2. Administrative Proceedings Conducted on Plaintiffs' Petition

On March 20, 2012, plaintiffs Steve Ellis, Tom Theobald, the Center For Food Safety, and Beyond Pesticides, along with other individuals and entities who are not parties to the instant action, jointly submitted to the EPA an "Emergency Citizen Petition" ("Petition"). (See Administrative Record ("AR") 44323–44370.) In the Petition, plaintiffs requested that the EPA, inter alia, suspend clothianidin's registration "on an emergency basis," or, alternatively, "promptly initiate Special Review and cancellation procedures for clothianidin pursuant to 7 U.S.C. § 136d [,] and then suspend its registration pending completion of the cancellation procedures based on the ongoing and imminent harm posed." (See AR 44327.)3 Thereafter, in support of the Petition, plaintiffs submitted supplemental filings dated, respectively, May 3, 2012, and June 18, 2012. (See AR 44598–618.)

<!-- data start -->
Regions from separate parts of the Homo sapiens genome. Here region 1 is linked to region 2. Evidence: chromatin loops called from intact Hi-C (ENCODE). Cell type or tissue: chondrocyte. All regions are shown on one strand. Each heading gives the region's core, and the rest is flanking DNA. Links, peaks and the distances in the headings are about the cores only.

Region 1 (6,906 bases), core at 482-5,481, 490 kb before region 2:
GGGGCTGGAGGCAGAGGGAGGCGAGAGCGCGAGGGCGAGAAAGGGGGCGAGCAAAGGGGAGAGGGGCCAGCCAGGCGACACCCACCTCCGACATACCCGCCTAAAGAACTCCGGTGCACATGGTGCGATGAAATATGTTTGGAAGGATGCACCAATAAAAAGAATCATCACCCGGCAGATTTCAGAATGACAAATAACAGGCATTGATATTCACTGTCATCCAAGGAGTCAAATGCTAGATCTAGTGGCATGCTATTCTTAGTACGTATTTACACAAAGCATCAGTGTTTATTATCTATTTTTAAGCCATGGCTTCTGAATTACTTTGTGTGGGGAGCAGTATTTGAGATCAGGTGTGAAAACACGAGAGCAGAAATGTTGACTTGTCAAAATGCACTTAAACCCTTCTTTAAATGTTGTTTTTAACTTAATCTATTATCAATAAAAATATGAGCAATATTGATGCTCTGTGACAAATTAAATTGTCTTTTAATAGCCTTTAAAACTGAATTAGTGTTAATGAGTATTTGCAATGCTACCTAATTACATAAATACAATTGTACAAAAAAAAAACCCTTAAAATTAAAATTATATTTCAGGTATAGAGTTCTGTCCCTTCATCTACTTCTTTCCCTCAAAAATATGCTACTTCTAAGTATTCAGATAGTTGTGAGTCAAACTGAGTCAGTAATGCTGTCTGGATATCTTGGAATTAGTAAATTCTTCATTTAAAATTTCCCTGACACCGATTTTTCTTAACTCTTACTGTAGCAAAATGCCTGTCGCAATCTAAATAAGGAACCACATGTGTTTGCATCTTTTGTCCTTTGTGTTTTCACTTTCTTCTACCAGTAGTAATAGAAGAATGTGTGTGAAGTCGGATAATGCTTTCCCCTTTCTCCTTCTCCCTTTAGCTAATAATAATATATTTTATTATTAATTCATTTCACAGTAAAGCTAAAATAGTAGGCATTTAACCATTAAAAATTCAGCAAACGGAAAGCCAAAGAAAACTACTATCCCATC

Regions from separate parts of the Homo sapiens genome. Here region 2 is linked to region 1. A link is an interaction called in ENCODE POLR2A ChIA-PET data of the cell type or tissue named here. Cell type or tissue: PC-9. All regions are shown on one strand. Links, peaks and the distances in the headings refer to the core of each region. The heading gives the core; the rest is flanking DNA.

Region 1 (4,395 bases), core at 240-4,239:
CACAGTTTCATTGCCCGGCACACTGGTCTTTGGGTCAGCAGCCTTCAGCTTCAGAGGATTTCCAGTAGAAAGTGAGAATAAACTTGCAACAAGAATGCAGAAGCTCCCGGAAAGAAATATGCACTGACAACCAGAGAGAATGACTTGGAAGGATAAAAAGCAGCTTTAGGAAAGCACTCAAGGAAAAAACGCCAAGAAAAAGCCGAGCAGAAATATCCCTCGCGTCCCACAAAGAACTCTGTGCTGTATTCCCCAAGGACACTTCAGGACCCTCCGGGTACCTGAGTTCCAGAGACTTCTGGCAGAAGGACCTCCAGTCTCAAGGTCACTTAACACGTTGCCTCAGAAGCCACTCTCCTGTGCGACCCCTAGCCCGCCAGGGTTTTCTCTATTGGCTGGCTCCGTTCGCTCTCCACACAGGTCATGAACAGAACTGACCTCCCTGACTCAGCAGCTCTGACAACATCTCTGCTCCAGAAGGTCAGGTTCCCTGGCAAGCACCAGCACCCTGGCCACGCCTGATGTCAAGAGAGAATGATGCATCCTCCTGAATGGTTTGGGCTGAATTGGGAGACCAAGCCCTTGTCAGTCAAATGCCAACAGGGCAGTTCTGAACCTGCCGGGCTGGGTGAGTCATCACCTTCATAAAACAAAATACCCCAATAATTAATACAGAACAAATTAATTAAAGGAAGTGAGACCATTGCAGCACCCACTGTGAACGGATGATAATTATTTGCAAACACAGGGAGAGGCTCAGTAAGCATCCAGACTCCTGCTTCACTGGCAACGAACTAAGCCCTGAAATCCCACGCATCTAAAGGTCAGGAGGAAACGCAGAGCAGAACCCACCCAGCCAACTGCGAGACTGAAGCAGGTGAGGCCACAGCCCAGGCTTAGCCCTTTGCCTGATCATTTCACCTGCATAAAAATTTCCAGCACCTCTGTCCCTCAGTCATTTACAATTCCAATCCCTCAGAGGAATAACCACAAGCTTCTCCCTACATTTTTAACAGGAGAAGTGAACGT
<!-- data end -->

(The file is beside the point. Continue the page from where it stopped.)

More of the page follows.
On July 17, 2012, the EPA issued a...

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  • Ctr. for Envtl. Health v. Wheeler
    • United States
    • U.S. District Court — Northern District of California
    • September 30, 2019
    ...establish standing. See Ctr. for Biological Diversity v. EPA, 316 F. Supp. 3d 1156, 1164-65 (N.D. Cal. 2018) ; Ellis v. Housenger, 252 F. Supp. 3d 800, 817-19 (N.D. Cal. 2017).Plaintiffs allege that their members regularly visit areas impacted by the pesticide products at issue and that the......